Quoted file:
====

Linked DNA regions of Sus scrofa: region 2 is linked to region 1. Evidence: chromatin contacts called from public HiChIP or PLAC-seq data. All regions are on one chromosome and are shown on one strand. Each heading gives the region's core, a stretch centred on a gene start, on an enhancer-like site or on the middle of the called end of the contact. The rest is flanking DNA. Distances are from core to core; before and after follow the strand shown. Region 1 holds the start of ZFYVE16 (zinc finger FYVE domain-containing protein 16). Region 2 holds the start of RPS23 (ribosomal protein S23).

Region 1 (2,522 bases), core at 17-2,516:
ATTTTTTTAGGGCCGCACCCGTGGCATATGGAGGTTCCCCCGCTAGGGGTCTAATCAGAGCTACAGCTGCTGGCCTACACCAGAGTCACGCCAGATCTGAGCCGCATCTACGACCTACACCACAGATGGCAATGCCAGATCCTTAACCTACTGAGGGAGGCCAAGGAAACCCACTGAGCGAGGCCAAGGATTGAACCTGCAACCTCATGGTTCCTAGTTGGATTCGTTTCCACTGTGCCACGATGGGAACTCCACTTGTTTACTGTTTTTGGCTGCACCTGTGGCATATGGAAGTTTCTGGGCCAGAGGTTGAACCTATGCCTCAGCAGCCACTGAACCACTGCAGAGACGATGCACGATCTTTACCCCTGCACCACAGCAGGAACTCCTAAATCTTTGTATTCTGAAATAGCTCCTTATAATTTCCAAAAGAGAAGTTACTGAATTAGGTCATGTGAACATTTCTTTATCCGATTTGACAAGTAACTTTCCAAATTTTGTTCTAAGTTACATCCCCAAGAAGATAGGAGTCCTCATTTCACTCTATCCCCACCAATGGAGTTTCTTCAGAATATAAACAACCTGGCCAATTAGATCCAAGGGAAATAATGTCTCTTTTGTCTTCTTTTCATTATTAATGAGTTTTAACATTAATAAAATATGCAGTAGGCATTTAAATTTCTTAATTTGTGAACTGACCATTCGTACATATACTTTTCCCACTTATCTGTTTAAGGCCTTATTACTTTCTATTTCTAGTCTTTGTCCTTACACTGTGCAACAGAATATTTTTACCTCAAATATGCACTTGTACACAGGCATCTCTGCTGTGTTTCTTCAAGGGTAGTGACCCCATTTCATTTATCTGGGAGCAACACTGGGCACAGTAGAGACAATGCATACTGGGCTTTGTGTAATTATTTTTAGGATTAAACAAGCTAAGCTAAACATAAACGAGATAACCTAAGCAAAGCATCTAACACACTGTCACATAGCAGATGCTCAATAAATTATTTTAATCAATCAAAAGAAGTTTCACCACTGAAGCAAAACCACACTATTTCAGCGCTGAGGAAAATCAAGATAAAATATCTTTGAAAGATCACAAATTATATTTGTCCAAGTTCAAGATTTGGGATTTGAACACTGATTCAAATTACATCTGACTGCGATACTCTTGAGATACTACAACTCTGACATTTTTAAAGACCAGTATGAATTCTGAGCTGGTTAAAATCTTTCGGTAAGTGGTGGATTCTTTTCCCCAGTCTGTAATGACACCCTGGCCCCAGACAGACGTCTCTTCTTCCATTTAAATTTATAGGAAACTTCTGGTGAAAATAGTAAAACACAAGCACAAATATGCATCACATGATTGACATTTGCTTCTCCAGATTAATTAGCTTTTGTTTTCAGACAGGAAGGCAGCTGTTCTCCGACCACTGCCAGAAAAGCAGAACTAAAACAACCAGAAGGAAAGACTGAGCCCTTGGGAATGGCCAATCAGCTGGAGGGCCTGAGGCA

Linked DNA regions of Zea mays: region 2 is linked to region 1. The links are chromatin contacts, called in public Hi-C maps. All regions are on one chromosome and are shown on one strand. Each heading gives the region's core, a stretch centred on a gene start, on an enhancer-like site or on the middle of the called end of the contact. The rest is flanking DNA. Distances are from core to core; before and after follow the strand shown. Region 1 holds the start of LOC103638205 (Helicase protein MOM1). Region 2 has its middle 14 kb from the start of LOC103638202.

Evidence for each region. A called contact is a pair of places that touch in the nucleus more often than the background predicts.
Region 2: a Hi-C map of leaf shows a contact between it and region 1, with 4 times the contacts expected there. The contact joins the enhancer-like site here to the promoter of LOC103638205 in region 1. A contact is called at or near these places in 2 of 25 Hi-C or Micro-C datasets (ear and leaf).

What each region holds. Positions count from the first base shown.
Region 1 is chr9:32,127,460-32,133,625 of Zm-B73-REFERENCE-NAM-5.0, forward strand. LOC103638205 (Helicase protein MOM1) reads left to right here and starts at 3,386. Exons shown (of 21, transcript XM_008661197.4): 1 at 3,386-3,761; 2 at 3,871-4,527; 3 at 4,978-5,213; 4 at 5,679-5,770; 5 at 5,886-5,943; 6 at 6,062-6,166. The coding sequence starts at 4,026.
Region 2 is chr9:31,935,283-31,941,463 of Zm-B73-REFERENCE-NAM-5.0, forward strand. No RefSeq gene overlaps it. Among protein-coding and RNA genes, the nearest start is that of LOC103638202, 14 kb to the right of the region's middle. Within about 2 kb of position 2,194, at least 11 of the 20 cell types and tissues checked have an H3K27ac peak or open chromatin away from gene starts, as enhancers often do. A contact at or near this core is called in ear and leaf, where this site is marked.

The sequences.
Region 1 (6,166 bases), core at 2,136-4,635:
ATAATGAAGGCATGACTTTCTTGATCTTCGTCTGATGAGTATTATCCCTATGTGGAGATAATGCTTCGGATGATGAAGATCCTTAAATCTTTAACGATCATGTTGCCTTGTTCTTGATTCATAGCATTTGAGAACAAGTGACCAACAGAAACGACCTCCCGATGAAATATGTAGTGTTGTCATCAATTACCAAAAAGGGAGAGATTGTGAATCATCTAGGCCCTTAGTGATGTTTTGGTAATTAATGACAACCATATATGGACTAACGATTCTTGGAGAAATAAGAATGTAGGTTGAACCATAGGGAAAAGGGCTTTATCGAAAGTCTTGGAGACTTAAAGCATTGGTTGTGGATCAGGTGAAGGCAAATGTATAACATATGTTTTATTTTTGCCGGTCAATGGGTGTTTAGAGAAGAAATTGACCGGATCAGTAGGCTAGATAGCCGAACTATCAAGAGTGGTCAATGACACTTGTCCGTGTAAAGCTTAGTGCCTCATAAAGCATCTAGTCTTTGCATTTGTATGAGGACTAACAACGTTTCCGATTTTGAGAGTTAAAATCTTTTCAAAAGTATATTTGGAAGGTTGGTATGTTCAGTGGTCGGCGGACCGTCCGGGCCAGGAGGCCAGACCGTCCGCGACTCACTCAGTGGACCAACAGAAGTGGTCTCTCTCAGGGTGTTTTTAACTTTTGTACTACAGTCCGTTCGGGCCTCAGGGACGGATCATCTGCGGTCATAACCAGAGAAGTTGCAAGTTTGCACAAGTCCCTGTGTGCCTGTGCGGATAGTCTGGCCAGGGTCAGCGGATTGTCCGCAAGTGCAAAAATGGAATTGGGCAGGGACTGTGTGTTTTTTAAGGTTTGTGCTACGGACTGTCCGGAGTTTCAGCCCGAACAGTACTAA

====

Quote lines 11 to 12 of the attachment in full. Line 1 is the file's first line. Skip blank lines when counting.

Region 1 (6,166 bases), core at 2,136-4,635:
ATAATGAAGGCATGACTTTCTTGATCTTCGTCTGATGAGTATTATCCCTATGTGGAGATAATGCTTCGGATGATGAAGATCCTTAAATCTTTAACGATCATGTTGCCTTGTTCTTGATTCATAGCATTTGAGAACAAGTGACCAACAGAAACGACCTCCCGATGAAATATGTAGTGTTGTCATCAATTACCAAAAAGGGAGAGATTGTGAATCATCTAGGCCCTTAGTGATGTTTTGGTAATTAATGACAACCATATATGGACTAACGATTCTTGGAGAAATAAGAATGTAGGTTGAACCATAGGGAAAAGGGCTTTATCGAAAGTCTTGGAGACTTAAAGCATTGGTTGTGGATCAGGTGAAGGCAAATGTATAACATATGTTTTATTTTTGCCGGTCAATGGGTGTTTAGAGAAGAAATTGACCGGATCAGTAGGCTAGATAGCCGAACTATCAAGAGTGGTCAATGACACTTGTCCGTGTAAAGCTTAGTGCCTCATAAAGCATCTAGTCTTTGCATTTGTATGAGGACTAACAACGTTTCCGATTTTGAGAGTTAAAATCTTTTCAAAAGTATATTTGGAAGGTTGGTATGTTCAGTGGTCGGCGGACCGTCCGGGCCAGGAGGCCAGACCGTCCGCGACTCACTCAGTGGACCAACAGAAGTGGTCTCTCTCAGGGTGTTTTTAACTTTTGTACTACAGTCCGTTCGGGCCTCAGGGACGGATCATCTGCGGTCATAACCAGAGAAGTTGCAAGTTTGCACAAGTCCCTGTGTGCCTGTGCGGATAGTCTGGCCAGGGTCAGCGGATTGTCCGCAAGTGCAAAAATGGAATTGGGCAGGGACTGTGTGTTTTTTAAGGTTTGTGCTACGGACTGTCCGGAGTTTCAGCCCGAACAGTACTAA